Thank you so much! I suppose 50 years from now it will be more "collectible" because "That's how they did 'em in the 1950s" Being that the front post hole is too large now for a proper sight I suppose I will leave them be... Would like to put plastic grips back on it... these ones seem a little too nice for the match.

Did these come with mismatched used plastics? Or new production of a particular make?

rcmodel
July 21, 2012, 04:15 PM
Your fully checkered wood grips appear to be the same as those we used in the Army in the late 1960's when building National Match guns.

I'd leave them be, as they are no more "wrong" then the sights are "wrong" for the time.

rc

cyclopsshooter
July 21, 2012, 05:10 PM
Noted. Thankyou THR

Jim K
July 21, 2012, 07:24 PM
When those pistols were rebuilt, they were generally refinished (Parkerized) and upgraded to some extent. But pistols in the hands of using units were not subject to some massive recall for refinish or upgrade. If they were OK and the finish was still good, they stayed where they were. So a fair number of M1911 pistols were later sold through the DCM without being Parkerized or upgraded. Those purchasers were lucky and some got beautiful guns for their $17.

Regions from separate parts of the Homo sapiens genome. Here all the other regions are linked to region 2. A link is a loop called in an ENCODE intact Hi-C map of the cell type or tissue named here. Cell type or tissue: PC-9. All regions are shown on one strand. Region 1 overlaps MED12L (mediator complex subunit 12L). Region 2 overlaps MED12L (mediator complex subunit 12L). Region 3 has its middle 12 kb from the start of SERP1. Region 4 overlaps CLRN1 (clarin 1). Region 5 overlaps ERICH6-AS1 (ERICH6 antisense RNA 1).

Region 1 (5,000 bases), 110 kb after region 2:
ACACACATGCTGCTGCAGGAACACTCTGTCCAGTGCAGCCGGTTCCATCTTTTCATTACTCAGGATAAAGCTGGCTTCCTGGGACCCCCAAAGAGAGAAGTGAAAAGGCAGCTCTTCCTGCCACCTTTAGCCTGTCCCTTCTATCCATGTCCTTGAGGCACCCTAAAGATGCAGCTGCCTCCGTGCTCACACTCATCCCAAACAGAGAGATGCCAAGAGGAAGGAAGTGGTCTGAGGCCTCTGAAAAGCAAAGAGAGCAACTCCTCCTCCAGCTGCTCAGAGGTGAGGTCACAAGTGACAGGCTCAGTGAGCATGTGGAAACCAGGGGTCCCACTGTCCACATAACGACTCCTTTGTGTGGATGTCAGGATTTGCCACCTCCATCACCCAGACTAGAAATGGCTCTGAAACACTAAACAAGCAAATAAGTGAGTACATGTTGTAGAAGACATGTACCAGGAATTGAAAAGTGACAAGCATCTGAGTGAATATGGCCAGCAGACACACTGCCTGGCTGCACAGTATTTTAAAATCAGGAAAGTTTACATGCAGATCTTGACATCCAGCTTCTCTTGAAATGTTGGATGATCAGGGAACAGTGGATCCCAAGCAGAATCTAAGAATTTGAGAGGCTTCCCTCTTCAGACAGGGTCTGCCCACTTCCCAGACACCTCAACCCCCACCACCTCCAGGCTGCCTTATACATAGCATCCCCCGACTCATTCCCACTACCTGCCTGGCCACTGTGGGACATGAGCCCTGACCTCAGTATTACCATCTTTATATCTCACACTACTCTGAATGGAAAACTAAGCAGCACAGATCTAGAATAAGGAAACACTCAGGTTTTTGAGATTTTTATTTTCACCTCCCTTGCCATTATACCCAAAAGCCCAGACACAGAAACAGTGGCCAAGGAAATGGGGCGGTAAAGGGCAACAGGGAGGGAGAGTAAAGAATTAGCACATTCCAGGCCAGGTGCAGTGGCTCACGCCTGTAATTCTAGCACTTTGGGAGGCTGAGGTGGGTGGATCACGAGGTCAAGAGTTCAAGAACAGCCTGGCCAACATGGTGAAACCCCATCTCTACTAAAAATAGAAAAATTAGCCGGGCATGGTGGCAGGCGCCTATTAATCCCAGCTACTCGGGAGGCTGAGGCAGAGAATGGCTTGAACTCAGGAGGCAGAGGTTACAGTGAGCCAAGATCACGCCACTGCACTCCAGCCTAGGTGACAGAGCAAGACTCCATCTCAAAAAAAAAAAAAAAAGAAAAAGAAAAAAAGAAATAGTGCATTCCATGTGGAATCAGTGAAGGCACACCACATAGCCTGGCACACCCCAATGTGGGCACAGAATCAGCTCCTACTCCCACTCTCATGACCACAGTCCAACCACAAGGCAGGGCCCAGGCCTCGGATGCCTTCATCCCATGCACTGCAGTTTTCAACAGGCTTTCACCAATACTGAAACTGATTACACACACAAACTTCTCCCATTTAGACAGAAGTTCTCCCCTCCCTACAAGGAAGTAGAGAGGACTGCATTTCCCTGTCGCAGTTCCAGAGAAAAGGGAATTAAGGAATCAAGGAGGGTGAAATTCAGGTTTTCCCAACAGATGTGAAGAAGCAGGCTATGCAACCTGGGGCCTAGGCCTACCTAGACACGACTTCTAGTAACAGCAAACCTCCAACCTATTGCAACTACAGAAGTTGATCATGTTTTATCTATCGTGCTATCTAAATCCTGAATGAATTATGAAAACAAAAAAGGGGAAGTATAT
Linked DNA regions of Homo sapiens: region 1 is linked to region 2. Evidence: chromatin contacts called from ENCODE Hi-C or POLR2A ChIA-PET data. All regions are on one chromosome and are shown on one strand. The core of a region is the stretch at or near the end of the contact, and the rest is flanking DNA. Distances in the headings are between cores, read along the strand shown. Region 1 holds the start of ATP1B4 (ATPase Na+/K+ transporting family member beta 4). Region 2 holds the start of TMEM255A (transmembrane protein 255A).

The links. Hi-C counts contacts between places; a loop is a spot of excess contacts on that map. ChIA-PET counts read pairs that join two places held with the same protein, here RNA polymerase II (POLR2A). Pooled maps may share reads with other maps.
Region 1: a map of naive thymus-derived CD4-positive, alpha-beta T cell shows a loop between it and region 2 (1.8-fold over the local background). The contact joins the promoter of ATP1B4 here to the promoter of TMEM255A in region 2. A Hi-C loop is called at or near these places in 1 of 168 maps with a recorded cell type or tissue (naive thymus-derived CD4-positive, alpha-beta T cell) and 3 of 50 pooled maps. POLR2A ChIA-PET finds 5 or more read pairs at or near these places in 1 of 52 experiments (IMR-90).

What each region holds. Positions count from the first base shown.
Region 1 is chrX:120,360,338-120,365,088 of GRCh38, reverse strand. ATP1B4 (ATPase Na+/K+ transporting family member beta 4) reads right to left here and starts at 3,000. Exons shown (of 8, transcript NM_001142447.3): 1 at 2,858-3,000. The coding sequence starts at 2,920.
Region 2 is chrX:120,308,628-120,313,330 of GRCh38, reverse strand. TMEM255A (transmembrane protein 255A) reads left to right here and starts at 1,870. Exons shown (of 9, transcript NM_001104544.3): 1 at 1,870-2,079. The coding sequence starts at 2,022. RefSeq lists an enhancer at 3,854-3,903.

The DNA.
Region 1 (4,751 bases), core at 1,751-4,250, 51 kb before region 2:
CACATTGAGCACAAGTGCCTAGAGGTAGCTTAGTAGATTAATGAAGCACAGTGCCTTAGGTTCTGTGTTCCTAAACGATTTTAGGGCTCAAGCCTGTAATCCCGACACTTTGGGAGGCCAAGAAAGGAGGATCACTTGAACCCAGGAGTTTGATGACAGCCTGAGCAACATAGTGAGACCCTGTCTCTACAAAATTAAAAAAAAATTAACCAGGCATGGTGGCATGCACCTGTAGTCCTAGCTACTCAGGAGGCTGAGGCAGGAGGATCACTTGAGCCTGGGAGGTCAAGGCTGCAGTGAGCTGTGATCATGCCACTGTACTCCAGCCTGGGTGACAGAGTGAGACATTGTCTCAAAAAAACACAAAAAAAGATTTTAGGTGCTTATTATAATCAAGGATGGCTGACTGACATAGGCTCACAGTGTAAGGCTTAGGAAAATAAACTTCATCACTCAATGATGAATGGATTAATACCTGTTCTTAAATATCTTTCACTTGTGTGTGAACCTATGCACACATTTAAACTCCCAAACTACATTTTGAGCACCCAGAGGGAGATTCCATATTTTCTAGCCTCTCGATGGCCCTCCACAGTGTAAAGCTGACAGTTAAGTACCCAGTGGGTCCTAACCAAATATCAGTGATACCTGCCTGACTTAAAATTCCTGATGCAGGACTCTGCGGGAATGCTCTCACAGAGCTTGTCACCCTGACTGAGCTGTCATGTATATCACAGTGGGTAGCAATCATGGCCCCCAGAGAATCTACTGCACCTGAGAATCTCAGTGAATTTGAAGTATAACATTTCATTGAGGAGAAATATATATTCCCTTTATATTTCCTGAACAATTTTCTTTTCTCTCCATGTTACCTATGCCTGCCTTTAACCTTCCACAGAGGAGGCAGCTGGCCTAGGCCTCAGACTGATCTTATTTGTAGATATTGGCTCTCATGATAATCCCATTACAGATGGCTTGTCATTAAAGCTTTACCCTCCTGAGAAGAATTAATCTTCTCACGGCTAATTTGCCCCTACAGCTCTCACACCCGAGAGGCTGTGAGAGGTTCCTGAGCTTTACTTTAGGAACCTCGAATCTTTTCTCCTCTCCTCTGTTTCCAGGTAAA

Jim

1911Tuner
July 21, 2012, 07:34 PM
Those purchasers were lucky and some got beautiful guns for their $17.

They did for a fact. My ol' man got two nice ones. A Colt and one of those clones from Swissvale, Pa.

Yes. I've still got both, and no...they're not for sale.

cyclopsshooter
July 21, 2012, 08:39 PM
They did for a fact. My ol' man got two nice ones. A Colt and one of those clones from Swissvale, Pa.

Yes. I've still got both, and no...they're not for sale.

So you're the curmudgeon keeping all the goodies from my safe... :(

Old Fuff
July 21, 2012, 09:08 PM
So you're the curmudgeon keeping all the goodies from my safe...

Oh heck no, I am too. :neener:

cyclopsshooter
July 21, 2012, 11:59 PM